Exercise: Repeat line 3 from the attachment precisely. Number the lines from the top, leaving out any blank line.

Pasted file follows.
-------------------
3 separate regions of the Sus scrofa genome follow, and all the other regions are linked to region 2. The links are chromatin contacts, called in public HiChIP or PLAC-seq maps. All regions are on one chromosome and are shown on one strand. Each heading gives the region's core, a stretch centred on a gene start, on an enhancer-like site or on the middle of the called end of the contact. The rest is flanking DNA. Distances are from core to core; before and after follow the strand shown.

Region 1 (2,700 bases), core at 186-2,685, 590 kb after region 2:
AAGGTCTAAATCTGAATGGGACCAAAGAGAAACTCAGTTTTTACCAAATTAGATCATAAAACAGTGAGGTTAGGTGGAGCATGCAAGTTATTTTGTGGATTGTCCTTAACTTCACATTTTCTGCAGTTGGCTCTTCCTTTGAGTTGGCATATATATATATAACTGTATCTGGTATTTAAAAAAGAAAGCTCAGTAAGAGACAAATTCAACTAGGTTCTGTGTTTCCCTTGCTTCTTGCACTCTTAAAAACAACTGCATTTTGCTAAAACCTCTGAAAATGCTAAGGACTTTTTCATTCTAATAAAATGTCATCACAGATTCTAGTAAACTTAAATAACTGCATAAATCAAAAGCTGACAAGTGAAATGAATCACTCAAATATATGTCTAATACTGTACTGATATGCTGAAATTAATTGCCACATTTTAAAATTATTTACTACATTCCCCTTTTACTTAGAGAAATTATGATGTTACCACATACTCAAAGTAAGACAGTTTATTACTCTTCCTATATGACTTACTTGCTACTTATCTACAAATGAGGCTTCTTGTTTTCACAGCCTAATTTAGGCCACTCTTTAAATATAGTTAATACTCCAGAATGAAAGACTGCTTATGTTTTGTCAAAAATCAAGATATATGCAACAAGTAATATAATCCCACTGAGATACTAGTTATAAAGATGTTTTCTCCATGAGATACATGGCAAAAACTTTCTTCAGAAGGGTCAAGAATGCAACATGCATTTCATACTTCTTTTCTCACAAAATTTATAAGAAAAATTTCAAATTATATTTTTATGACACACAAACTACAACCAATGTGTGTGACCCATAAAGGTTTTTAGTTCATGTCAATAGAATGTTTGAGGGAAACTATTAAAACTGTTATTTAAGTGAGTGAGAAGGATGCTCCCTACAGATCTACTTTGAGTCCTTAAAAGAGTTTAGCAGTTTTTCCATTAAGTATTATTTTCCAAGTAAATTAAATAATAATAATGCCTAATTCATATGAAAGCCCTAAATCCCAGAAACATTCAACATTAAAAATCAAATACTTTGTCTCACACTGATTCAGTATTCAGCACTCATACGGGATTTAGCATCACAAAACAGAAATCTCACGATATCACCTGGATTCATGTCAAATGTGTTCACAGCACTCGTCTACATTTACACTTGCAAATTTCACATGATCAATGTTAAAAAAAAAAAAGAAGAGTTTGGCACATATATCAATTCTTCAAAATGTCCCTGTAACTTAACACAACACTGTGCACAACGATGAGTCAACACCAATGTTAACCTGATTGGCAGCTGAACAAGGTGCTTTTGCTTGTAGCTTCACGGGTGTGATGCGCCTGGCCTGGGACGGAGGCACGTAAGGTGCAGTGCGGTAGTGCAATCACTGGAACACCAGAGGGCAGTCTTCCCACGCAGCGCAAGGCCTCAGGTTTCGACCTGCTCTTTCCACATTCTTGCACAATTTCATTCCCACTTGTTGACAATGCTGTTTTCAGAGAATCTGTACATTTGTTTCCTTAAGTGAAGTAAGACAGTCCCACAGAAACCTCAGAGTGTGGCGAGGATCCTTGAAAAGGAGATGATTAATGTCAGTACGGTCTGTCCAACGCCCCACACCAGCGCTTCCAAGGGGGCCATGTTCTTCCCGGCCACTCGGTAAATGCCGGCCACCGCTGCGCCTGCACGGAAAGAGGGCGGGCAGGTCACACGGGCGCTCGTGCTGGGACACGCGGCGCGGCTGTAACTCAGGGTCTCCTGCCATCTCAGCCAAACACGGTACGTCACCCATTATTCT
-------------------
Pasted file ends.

AAGGTCTAAATCTGAATGGGACCAAAGAGAAACTCAGTTTTTACCAAATTAGATCATAAAACAGTGAGGTTAGGTGGAGCATGCAAGTTATTTTGTGGATTGTCCTTAACTTCACATTTTCTGCAGTTGGCTCTTCCTTTGAGTTGGCATATATATATATAACTGTATCTGGTATTTAAAAAAGAAAGCTCAGTAAGAGACAAATTCAACTAGGTTCTGTGTTTCCCTTGCTTCTTGCACTCTTAAAAACAACTGCATTTTGCTAAAACCTCTGAAAATGCTAAGGACTTTTTCATTCTAATAAAATGTCATCACAGATTCTAGTAAACTTAAATAACTGCATAAATCAAAAGCTGACAAGTGAAATGAATCACTCAAATATATGTCTAATACTGTACTGATATGCTGAAATTAATTGCCACATTTTAAAATTATTTACTACATTCCCCTTTTACTTAGAGAAATTATGATGTTACCACATACTCAAAGTAAGACAGTTTATTACTCTTCCTATATGACTTACTTGCTACTTATCTACAAATGAGGCTTCTTGTTTTCACAGCCTAATTTAGGCCACTCTTTAAATATAGTTAATACTCCAGAATGAAAGACTGCTTATGTTTTGTCAAAAATCAAGATATATGCAACAAGTAATATAATCCCACTGAGATACTAGTTATAAAGATGTTTTCTCCATGAGATACATGGCAAAAACTTTCTTCAGAAGGGTCAAGAATGCAACATGCATTTCATACTTCTTTTCTCACAAAATTTATAAGAAAAATTTCAAATTATATTTTTATGACACACAAACTACAACCAATGTGTGTGACCCATAAAGGTTTTTAGTTCATGTCAATAGAATGTTTGAGGGAAACTATTAAAACTGTTATTTAAGTGAGTGAGAAGGATGCTCCCTACAGATCTACTTTGAGTCCTTAAAAGAGTTTAGCAGTTTTTCCATTAAGTATTATTTTCCAAGTAAATTAAATAATAATAATGCCTAATTCATATGAAAGCCCTAAATCCCAGAAACATTCAACATTAAAAATCAAATACTTTGTCTCACACTGATTCAGTATTCAGCACTCATACGGGATTTAGCATCACAAAACAGAAATCTCACGATATCACCTGGATTCATGTCAAATGTGTTCACAGCACTCGTCTACATTTACACTTGCAAATTTCACATGATCAATGTTAAAAAAAAAAAAGAAGAGTTTGGCACATATATCAATTCTTCAAAATGTCCCTGTAACTTAACACAACACTGTGCACAACGATGAGTCAACACCAATGTTAACCTGATTGGCAGCTGAACAAGGTGCTTTTGCTTGTAGCTTCACGGGTGTGATGCGCCTGGCCTGGGACGGAGGCACGTAAGGTGCAGTGCGGTAGTGCAATCACTGGAACACCAGAGGGCAGTCTTCCCACGCAGCGCAAGGCCTCAGGTTTCGACCTGCTCTTTCCACATTCTTGCACAATTTCATTCCCACTTGTTGACAATGCTGTTTTCAGAGAATCTGTACATTTGTTTCCTTAAGTGAAGTAAGACAGTCCCACAGAAACCTCAGAGTGTGGCGAGGATCCTTGAAAAGGAGATGATTAATGTCAGTACGGTCTGTCCAACGCCCCACACCAGCGCTTCCAAGGGGGCCATGTTCTTCCCGGCCACTCGGTAAATGCCGGCCACCGCTGCGCCTGCACGGAAAGAGGGCGGGCAGGTCACACGGGCGCTCGTGCTGGGACACGCGGCGCGGCTGTAACTCAGGGTCTCCTGCCATCTCAGCCAAACACGGTACGTCACCCATTATTCT